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Norman M.R.,Argonne National Laboratory
Reviews of Modern Physics | Year: 2016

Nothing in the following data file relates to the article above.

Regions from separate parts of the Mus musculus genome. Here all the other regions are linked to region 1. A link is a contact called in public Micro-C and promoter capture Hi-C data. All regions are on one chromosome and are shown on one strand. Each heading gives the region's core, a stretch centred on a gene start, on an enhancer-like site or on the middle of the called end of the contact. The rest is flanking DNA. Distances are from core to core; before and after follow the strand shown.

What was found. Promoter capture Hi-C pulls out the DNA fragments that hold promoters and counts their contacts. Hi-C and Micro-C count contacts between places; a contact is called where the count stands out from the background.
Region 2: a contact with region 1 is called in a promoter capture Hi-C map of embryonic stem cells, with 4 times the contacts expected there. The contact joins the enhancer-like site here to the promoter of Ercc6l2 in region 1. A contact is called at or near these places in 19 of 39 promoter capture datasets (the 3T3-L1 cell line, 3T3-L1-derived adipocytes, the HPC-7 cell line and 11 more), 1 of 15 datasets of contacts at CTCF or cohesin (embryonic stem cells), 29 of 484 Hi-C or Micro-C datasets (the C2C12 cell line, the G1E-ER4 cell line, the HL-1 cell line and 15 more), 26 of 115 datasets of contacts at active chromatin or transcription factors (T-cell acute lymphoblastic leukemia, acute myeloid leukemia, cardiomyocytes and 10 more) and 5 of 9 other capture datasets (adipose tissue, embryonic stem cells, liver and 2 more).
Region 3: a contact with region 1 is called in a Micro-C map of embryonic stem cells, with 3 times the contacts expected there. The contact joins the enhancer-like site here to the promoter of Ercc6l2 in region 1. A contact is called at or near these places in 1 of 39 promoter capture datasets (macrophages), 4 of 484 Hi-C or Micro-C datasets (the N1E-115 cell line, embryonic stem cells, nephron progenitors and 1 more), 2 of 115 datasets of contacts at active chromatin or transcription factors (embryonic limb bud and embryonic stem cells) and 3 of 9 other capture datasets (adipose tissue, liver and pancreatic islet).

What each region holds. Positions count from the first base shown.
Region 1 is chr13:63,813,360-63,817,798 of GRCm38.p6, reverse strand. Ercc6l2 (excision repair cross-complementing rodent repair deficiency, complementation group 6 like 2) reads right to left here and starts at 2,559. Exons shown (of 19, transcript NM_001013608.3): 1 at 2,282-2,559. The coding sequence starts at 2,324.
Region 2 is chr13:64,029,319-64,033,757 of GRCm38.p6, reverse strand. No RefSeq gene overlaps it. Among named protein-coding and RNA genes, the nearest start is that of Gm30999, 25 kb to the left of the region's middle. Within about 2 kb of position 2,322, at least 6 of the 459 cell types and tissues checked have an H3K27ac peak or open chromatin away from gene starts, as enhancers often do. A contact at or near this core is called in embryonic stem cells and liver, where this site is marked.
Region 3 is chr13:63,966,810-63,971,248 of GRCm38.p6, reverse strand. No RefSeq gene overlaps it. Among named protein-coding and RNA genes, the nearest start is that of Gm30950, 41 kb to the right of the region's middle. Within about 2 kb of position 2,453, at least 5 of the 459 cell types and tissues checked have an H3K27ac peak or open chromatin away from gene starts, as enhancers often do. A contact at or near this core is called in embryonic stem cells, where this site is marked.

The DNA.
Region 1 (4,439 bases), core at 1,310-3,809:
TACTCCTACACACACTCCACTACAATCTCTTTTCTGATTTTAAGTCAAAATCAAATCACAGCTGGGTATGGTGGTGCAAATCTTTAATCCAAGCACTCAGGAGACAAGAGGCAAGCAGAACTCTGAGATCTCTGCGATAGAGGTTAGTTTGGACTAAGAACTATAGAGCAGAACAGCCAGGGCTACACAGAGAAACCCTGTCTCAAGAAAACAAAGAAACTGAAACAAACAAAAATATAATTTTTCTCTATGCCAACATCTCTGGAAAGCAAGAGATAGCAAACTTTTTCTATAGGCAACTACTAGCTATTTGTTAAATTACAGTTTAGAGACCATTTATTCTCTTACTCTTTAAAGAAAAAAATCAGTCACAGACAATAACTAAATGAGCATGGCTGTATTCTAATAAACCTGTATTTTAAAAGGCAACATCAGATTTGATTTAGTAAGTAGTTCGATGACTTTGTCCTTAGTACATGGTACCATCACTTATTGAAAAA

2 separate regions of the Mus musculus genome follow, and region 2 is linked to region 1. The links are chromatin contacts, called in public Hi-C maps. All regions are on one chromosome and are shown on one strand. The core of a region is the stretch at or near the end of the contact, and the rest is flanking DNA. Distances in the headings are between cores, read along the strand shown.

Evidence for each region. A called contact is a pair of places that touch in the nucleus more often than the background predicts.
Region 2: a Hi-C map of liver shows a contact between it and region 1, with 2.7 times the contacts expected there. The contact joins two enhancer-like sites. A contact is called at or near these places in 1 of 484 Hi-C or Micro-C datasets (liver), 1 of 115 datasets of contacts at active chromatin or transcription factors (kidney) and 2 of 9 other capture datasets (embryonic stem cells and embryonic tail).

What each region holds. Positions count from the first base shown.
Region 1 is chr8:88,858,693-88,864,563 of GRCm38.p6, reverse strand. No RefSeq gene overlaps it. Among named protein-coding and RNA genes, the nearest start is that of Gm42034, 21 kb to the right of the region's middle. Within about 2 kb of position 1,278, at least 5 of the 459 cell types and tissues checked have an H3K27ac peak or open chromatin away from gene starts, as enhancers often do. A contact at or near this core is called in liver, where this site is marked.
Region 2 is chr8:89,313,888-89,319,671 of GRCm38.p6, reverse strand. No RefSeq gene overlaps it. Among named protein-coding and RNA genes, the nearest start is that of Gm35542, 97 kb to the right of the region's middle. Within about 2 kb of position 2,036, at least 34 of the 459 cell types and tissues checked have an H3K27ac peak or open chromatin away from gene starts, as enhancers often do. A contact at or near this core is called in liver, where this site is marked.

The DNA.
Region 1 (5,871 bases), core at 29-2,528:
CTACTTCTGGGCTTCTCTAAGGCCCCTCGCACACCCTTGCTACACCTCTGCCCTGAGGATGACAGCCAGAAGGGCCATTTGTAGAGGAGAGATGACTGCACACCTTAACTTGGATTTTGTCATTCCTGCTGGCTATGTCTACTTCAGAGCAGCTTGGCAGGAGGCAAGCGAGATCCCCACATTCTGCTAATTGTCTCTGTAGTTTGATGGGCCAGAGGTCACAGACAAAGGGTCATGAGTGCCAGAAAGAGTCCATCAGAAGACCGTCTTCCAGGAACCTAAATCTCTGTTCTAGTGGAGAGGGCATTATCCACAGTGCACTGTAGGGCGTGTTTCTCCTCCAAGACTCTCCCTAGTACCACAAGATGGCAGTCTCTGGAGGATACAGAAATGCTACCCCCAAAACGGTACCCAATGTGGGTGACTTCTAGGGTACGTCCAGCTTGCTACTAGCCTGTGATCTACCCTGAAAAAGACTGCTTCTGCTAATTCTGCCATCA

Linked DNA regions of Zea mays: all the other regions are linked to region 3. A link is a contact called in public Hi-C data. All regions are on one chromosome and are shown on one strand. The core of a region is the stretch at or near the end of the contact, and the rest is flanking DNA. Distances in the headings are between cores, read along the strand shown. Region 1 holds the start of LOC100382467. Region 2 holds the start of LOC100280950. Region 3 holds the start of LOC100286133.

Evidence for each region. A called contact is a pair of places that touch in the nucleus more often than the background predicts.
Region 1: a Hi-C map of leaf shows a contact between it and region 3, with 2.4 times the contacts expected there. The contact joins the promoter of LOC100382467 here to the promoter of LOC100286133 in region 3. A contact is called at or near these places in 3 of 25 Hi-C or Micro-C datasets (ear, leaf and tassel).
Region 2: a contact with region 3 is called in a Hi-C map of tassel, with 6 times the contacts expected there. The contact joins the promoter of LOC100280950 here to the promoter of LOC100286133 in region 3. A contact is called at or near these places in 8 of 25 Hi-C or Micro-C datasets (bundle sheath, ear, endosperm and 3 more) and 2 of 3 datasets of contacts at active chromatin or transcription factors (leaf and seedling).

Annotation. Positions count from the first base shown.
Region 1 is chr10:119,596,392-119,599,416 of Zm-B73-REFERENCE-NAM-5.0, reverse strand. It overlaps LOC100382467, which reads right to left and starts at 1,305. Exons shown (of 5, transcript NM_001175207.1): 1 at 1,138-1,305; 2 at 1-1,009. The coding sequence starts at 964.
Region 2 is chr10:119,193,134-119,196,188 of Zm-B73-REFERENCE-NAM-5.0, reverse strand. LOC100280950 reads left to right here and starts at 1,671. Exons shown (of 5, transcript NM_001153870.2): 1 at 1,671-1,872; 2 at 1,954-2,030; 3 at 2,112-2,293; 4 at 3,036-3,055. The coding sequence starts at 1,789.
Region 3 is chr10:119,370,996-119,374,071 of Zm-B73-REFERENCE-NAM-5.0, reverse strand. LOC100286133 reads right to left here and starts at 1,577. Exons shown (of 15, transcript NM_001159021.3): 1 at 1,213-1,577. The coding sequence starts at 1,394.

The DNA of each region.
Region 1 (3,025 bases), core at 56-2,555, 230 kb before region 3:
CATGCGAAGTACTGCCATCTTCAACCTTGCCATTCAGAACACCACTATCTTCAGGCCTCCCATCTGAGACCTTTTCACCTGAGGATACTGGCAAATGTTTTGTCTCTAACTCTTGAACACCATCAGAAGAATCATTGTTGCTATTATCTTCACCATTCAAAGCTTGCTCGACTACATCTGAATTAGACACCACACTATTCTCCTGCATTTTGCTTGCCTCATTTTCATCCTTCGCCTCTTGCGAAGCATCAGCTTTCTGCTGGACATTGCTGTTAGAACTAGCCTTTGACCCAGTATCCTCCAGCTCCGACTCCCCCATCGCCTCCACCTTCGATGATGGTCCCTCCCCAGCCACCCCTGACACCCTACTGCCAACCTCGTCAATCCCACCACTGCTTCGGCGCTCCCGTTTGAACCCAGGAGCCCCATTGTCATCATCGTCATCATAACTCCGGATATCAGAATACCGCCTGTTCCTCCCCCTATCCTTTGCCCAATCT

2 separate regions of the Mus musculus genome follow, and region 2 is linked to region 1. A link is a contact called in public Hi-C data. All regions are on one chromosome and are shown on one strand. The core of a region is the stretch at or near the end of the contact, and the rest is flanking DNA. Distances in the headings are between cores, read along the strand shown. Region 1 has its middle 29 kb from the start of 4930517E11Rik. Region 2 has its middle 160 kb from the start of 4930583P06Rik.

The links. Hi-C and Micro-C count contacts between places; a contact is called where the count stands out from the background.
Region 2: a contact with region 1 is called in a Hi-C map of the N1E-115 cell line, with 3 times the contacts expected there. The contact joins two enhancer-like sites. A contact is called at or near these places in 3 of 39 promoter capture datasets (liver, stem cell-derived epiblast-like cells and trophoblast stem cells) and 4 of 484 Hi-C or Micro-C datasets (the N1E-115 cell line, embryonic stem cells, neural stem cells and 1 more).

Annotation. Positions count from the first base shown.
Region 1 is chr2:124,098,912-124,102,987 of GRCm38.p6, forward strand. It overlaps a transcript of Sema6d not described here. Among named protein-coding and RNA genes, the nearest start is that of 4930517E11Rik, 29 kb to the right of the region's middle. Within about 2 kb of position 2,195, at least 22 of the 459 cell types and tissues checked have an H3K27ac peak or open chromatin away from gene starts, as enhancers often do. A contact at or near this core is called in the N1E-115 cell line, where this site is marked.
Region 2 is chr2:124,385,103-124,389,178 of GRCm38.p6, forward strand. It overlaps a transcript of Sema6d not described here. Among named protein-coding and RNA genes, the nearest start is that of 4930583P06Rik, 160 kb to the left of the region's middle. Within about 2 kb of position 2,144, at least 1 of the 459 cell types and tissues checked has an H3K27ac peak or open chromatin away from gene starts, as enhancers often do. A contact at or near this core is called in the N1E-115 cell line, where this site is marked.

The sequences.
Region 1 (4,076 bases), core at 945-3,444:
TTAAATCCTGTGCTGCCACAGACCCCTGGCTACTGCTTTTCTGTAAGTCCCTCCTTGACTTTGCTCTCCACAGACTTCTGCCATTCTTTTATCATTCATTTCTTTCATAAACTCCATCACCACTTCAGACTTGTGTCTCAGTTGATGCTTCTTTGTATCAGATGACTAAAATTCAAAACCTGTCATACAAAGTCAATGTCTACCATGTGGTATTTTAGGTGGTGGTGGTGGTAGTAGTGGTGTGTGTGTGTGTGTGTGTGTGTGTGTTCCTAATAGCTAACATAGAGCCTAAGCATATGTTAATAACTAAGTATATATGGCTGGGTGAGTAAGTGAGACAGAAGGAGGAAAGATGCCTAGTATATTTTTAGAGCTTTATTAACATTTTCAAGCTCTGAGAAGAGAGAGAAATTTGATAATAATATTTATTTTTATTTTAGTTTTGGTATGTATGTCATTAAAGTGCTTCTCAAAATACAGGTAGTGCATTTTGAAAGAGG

Quantum spin liquids form a novel class of matter where, despite the existence of strong exchange interactions, spins do not order down to the lowest measured temperature. Typically, these occur in lattices that act to frustrate the appearance of magnetism. In two dimensions, the classic example is the kagome lattice composed of corner sharing triangles. There are a variety of minerals whose transition metal ions form such a lattice. Hence, a number of them have been studied and were then subsequently synthesized in order to obtain more pristine samples. Of particular note was the report in 2005 by Dan Nocera's group of the synthesis of herbertsmithite, composed of a lattice of copper ions sitting on a kagome lattice, which indeed does not order down to the lowest measured temperature despite the existence of a large exchange interaction of 17 meV. Over the past decade, this material has been extensively studied, yielding a number of intriguing surprises that have in turn motivated a resurgence of interest in the theoretical study of the spin 1/2 Heisenberg model on a kagome lattice. This Colloquium reviews these developments and then discusses potential future directions, both experimental and theoretical, as well as the challenge of doping these materials with the hope that this could lead to the discovery of novel topological and superconducting phases. © 2016 American Physical Society.